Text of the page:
Mark D. Koch

Lecturer in Writing
Coordinator, Writing 2-3

I have been teaching first-year college writing all of my career because I believe it is essential for complex academic thinking and because I have always been interested in the pedagogy. Consequently, I have served many years as an administrator of writing courses, most recently as the associate director of the first-year writing program at the University of Michigan. I also read and write on cartography and its relation to literature, as well as on beggary, almsgiving, and gift-exchange economics. Recently, I have been studying the rhetoric of British charity sermons in the 18th century.

Curriculum Vitae
301 North Fairbanks
HB 6250
Department:
Institute for Writing and Rhetoric
Education:
B.A. University of Michigan, Ann Arbor
M.A. State University of New York at Buffalo
Ph.D. State University of New York at Buffalo

Selected Publications

“'A Spectacle Pleasing to God and Man': Sympathy and the Show of Charity in the Restoration Spittle Sermons,"  Eighteenth-Century Studies  46: 4 (Summer 2013).

“Ruling the World: The Cartographic Gaze in English Accounts of the New World."     Literature and Geography. Ed. Richard Helgerson and Joanne Woolway. Special issue of Early Modern Literary Studies: A Journal of Sixteenth- and Seventeenth-Century  English Literature. October 1998.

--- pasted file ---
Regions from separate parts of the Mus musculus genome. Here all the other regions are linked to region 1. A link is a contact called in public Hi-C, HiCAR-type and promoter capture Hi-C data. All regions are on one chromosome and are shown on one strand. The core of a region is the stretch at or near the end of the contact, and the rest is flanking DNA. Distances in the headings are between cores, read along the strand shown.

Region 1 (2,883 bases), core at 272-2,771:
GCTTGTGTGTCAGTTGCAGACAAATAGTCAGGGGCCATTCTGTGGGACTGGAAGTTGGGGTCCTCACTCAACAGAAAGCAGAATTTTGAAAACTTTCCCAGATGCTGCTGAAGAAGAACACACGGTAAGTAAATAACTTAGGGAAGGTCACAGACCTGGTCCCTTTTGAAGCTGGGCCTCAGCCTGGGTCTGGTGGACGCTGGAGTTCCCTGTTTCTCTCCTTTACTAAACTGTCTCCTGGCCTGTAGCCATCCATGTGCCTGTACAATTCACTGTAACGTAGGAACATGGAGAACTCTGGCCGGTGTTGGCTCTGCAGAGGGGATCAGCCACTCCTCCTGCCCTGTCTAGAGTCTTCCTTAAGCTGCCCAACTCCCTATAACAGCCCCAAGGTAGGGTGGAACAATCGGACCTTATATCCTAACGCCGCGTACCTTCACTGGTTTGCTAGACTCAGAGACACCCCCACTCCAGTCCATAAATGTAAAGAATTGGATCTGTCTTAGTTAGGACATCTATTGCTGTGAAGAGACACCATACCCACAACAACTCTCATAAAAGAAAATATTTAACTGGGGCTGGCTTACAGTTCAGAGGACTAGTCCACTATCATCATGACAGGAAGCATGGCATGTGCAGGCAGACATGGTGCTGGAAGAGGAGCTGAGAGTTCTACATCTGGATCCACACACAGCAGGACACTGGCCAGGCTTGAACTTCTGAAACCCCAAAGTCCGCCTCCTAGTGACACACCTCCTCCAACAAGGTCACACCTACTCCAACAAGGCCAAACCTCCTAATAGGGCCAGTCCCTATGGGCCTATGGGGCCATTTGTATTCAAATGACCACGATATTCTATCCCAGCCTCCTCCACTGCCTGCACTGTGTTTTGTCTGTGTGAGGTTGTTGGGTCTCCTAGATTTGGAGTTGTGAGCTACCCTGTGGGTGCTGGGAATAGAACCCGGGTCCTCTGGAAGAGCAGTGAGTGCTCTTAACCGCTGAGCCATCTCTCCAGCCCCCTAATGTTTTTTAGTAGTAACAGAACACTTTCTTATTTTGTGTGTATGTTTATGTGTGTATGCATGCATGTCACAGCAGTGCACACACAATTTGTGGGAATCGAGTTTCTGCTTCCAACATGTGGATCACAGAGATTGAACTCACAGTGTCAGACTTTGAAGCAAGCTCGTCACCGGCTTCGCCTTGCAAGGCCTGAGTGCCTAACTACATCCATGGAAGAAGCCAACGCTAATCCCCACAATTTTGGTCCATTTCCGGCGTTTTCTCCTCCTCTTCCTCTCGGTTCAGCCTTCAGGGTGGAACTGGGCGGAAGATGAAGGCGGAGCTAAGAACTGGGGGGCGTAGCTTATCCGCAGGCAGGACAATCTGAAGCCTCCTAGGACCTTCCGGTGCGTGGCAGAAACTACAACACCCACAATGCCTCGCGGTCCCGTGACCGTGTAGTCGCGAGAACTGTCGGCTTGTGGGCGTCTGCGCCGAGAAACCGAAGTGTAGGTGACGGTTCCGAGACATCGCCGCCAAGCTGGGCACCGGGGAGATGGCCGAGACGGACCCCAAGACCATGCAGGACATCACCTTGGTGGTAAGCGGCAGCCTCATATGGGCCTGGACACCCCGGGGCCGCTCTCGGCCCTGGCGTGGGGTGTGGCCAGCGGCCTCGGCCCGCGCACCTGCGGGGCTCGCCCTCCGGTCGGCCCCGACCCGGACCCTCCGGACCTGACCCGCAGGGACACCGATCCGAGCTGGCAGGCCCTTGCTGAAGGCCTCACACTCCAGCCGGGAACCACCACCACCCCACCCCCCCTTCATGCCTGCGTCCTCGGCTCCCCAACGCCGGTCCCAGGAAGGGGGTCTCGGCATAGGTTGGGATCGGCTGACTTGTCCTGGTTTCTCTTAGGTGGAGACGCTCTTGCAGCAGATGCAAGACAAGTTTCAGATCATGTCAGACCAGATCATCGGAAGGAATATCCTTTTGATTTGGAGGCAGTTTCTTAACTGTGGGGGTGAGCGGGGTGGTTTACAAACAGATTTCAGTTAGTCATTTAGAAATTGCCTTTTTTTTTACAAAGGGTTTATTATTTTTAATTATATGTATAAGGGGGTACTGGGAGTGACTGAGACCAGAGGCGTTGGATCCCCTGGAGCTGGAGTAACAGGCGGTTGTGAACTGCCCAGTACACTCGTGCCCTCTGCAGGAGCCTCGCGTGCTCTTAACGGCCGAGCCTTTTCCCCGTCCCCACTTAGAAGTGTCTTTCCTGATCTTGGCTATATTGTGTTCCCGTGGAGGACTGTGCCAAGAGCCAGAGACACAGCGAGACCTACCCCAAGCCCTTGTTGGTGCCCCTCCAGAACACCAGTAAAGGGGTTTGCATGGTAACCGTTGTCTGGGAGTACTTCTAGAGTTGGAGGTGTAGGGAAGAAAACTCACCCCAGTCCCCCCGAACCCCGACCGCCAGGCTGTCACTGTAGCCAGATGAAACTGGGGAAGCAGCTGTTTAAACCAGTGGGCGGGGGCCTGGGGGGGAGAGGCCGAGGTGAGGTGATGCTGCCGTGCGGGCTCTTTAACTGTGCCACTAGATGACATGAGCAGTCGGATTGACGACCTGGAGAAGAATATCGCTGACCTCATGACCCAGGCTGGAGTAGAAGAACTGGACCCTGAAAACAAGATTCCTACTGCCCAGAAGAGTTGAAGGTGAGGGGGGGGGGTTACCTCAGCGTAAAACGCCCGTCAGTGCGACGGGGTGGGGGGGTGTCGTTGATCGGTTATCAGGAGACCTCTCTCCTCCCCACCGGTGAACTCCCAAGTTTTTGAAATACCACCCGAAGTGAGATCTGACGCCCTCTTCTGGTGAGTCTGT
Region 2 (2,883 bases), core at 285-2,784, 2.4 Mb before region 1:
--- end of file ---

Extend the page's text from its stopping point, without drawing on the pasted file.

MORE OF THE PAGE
“The Desanctification of the Beggar in Rogue Pamphlets of the English Renaissance.”  The Work of Dissimilitude: Essays from the Sixth Citadel Conference on Medieval and Renaissance Literature. Edited by David G. Allen and Robert A. White.  Newark: University of Delaware UP, 1992. 91-104.

“Utilitarian and Reactionary Arguments for Almsgiving in Wordsworth’s ‘The Old Cumberland Beggar’.”  Eighteenth-Century Life 13: 3 (November 1989): 18-33.

“The Shaking of the Superflux: King Lear, Charity, and the Tyranny of Equivalence.” The Upstart Crow: A Shakespeare Journal 10 (1990): 86-100.

Works in Progress

on-going book project: The Economy of Charity: Beggary and Almsgiving in English Literature, 1650-1800.  With an emphasis on charity as a gift exchange, the dissolution of almsgiving in the early modern era, seventeenth-century “Spittle” sermons, early eighteenth-century charity schools and workhouses, and the rise Sentimentalism.